By Mark Puente
With three men killed in shootings on Sunday, Baltimore recorded its deadliest month in more than 40 years.
The 43 killings in May surpassed the 42 homicides the city saw in August 1990, and left Mayor Stephanie Rawlings-Blake defending police and her administration.
Speaking at a morning ceremony to honor McKenzie Elliott, a 3-year-old killed by a stray bullet in August, Rawlings-Blake said it's time to stop finger-pointing and assigning blame for the recent violence.
The killing of African-Americans in Baltimore has to stop, she said, noting that 189 of the 208 killed last year were black men. For the city to improve, all homicides need to drop, she added.
"We have to do better," the mayor said. "We have to want more."
City Councilman Brandon Scott, vice chair of the public safety committee, echoed that theme, saying it's time for all Baltimoreans to have honest conversations about ways to stop the violence.
There isn't one solution or one person who shoulders the blame, he said, adding that homicides affect all residents in the city, not just those in the poorest neighborhoods.
"Too many people have died in our town," he said Sunday afternoon. "Don't point fingers or go to social media. Everybody has to look in the mirror and ask, 'What are they doing?'"
The city's 43rd homicide in May occurred late Sunday morning, when two men were shot in the back in East Baltimore. One victim was pronounced dead at the scene at 11:37 a.m., according to police, while the second victim walked into an area hospital.
The 41st and 42nd homicides took place hours earlier, when two men were fatally shot in the head, police said. The double homicide occurred around 1:15 a.m. in East Baltimore, police said.
Police did not identify the victims, a suspect or a motive in either shooting.
Sunday's homicides _ which brought the total for 2015 to 116 _ came amid a continuing spike in shootings.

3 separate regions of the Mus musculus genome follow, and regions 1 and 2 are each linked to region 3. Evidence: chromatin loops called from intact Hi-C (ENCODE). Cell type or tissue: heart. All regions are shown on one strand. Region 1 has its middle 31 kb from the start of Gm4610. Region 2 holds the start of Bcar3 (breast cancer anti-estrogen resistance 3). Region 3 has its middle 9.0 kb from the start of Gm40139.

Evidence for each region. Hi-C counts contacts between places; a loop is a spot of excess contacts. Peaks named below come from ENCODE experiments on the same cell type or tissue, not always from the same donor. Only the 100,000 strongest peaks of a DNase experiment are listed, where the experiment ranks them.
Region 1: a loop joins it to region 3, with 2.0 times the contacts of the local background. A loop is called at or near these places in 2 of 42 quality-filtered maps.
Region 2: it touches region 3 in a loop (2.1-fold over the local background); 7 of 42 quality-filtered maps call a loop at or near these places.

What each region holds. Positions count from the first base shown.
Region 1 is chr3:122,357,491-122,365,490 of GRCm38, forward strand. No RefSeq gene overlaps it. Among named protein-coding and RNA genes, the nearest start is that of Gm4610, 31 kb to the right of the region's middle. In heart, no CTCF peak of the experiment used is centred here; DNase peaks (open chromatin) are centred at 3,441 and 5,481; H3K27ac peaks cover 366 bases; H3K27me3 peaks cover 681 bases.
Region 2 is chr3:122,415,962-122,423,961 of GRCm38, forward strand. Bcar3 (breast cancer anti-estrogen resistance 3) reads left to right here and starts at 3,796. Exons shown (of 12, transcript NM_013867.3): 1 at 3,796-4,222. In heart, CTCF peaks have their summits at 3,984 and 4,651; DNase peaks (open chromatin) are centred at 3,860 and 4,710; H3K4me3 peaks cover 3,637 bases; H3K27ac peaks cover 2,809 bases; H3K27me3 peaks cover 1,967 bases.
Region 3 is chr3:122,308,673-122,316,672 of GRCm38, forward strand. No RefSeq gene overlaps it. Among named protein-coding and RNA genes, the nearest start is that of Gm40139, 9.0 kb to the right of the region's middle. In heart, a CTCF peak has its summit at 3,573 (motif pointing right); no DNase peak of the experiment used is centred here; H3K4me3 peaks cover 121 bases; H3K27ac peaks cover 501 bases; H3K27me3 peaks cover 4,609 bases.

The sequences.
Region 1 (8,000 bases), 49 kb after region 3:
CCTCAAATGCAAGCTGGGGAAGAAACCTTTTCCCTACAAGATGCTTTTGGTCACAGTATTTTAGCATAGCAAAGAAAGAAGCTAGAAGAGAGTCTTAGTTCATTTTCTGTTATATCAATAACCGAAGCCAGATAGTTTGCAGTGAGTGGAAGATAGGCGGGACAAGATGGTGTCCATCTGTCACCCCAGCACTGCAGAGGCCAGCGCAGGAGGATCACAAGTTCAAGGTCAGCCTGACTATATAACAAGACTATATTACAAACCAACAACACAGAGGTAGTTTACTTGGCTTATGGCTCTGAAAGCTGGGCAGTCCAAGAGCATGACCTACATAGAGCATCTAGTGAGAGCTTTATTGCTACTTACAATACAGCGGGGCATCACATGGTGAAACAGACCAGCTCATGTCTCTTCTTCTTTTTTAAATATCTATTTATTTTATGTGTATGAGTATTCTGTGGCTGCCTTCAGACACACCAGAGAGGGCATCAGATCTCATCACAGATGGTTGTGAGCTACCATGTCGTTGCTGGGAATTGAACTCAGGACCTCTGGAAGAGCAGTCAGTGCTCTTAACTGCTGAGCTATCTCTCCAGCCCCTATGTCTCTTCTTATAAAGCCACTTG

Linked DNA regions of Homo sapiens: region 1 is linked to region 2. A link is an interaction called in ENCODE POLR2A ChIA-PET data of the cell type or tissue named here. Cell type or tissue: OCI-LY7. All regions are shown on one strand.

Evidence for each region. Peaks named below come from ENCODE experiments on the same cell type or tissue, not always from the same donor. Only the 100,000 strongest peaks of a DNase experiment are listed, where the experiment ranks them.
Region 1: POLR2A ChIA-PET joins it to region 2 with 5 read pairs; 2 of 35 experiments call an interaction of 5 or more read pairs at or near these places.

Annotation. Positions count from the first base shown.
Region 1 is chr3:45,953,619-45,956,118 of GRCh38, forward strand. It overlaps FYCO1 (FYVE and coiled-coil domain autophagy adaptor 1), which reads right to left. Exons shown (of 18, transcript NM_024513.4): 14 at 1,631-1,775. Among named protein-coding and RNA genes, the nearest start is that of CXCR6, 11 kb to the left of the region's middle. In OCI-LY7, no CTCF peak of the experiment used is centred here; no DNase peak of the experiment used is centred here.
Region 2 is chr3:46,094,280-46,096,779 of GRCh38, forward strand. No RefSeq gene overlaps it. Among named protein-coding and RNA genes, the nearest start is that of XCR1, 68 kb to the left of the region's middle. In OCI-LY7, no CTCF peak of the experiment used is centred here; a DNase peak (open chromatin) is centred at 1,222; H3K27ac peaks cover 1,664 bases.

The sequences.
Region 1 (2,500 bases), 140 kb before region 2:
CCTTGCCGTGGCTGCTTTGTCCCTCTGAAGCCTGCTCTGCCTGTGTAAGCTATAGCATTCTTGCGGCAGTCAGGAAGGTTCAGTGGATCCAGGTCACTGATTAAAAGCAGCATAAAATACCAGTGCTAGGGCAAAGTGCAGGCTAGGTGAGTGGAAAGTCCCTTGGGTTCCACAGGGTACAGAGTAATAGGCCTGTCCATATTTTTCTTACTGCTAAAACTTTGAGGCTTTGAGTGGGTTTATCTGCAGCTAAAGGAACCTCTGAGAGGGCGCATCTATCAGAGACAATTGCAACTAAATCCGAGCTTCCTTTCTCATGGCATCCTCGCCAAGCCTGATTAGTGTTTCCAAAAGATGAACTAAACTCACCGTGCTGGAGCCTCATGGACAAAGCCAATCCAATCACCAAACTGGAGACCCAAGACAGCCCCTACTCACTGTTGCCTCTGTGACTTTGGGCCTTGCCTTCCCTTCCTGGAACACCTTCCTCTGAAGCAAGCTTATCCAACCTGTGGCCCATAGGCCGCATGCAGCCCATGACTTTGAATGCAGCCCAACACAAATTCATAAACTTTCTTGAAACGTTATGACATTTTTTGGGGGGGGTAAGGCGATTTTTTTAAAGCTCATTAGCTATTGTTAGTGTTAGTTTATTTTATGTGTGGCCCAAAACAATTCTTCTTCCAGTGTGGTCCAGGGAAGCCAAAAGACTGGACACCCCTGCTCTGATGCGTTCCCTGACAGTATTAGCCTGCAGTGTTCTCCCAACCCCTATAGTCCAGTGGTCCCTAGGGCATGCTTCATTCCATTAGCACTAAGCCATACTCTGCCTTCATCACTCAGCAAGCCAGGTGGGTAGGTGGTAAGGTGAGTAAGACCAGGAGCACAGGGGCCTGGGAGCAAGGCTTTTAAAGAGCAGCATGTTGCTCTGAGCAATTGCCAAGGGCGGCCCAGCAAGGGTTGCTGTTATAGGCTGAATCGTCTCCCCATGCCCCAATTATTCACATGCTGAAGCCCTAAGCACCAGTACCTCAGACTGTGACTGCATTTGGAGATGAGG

Police leaders and the mayor have not pinpointed a reason for the increase, and a spokeswoman for the Baltimore Police Department declined to comment on Sunday.
Baltimore has recorded more homicides in a single month: There were 44 in December 1971 and 45 in August 1972.
But in that era, the city had approximately 908,000 residents _ nearly 300,000 more than today.
Peter Moskos, a former Baltimore police officer who is an assistant professor at the John Jay College of Criminal Justice in New York, called May the city's deadliest month ever based on the per-capita homicide rate.
Baltimore's homicide rate per 100,000 population in May was 6.1 _ topping the rates in the early 1970s, Moskos wrote Friday on his "Cop in the Hood" blog.
"Put another way, even if no other people had been murdered in Baltimore before May, and even if no more people were killed from today until 2016, Baltimore would still have an above average annual homicide rate just based on the May killings," Moskos wrote.
Baltimore isn't alone when it comes to a homicide increase.
As of Sunday, St. Louis recorded 70 homicides for the year, 18 ahead of the same period in 2014, according to the St. Louis Post-Dispatch.
Some Baltimore officials have speculated that the spike in violence can be partly attributed to the looting of drugs from pharmacies during riots that followed the death of Freddie Gray.
During April's riots, thousands of dollars in narcotics and other drugs were stolen from more than 20 Baltimore pharmacies. Twenty-seven pharmacies reported damage during the unrest.
The U.S. Drug Enforcement Administration and police are investigating the thefts, but neither knows how many opiates were taken. Investigators have yet to interview all the business owners.
(c)2015 The Baltimore Sun